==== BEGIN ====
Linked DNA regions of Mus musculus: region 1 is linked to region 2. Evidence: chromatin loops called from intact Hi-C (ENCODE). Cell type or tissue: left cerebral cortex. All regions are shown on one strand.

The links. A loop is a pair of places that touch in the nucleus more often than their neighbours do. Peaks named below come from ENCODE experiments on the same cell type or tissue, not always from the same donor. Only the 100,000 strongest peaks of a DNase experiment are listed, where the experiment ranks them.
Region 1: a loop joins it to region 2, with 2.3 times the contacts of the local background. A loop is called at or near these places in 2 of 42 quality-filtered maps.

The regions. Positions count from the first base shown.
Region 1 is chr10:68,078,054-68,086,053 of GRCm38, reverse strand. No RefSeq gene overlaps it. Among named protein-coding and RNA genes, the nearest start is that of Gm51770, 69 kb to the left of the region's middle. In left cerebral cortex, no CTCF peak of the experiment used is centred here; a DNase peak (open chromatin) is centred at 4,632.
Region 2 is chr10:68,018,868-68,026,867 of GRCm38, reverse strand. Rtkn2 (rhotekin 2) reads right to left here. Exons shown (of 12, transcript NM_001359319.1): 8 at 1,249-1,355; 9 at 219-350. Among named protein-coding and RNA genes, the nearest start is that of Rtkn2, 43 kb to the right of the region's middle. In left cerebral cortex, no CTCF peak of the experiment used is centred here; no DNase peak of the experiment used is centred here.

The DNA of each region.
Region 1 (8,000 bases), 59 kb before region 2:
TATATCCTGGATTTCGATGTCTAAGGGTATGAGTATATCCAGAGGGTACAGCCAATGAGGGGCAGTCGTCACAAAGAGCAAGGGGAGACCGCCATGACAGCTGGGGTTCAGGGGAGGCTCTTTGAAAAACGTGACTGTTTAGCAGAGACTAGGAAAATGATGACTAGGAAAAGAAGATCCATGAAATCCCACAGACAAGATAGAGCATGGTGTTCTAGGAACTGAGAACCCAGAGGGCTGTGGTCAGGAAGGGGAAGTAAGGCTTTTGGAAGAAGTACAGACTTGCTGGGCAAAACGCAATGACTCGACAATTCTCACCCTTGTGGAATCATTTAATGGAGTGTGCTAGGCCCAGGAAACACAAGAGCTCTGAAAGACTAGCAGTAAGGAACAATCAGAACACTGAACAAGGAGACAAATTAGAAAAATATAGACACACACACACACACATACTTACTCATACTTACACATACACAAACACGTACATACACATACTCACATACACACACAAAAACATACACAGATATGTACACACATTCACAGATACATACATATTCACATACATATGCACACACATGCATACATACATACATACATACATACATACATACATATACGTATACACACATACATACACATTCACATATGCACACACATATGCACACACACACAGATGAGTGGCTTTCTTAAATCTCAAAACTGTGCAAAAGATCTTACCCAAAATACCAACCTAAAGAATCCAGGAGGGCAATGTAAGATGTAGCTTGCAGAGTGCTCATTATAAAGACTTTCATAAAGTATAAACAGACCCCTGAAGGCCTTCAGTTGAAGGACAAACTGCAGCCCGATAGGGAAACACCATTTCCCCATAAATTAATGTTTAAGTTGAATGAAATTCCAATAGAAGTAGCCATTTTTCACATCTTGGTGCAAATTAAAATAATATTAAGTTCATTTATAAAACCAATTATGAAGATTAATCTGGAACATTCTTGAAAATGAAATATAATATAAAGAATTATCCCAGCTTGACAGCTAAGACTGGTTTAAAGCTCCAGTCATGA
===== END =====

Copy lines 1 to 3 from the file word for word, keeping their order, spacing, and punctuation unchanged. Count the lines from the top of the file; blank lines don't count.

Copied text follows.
Linked DNA regions of Mus musculus: region 1 is linked to region 2. Evidence: chromatin loops called from intact Hi-C (ENCODE). Cell type or tissue: left cerebral cortex. All regions are shown on one strand.

The links. A loop is a pair of places that touch in the nucleus more often than their neighbours do. Peaks named below come from ENCODE experiments on the same cell type or tissue, not always from the same donor. Only the 100,000 strongest peaks of a DNase experiment are listed, where the experiment ranks them.
Region 1: a loop joins it to region 2, with 2.3 times the contacts of the local background. A loop is called at or near these places in 2 of 42 quality-filtered maps.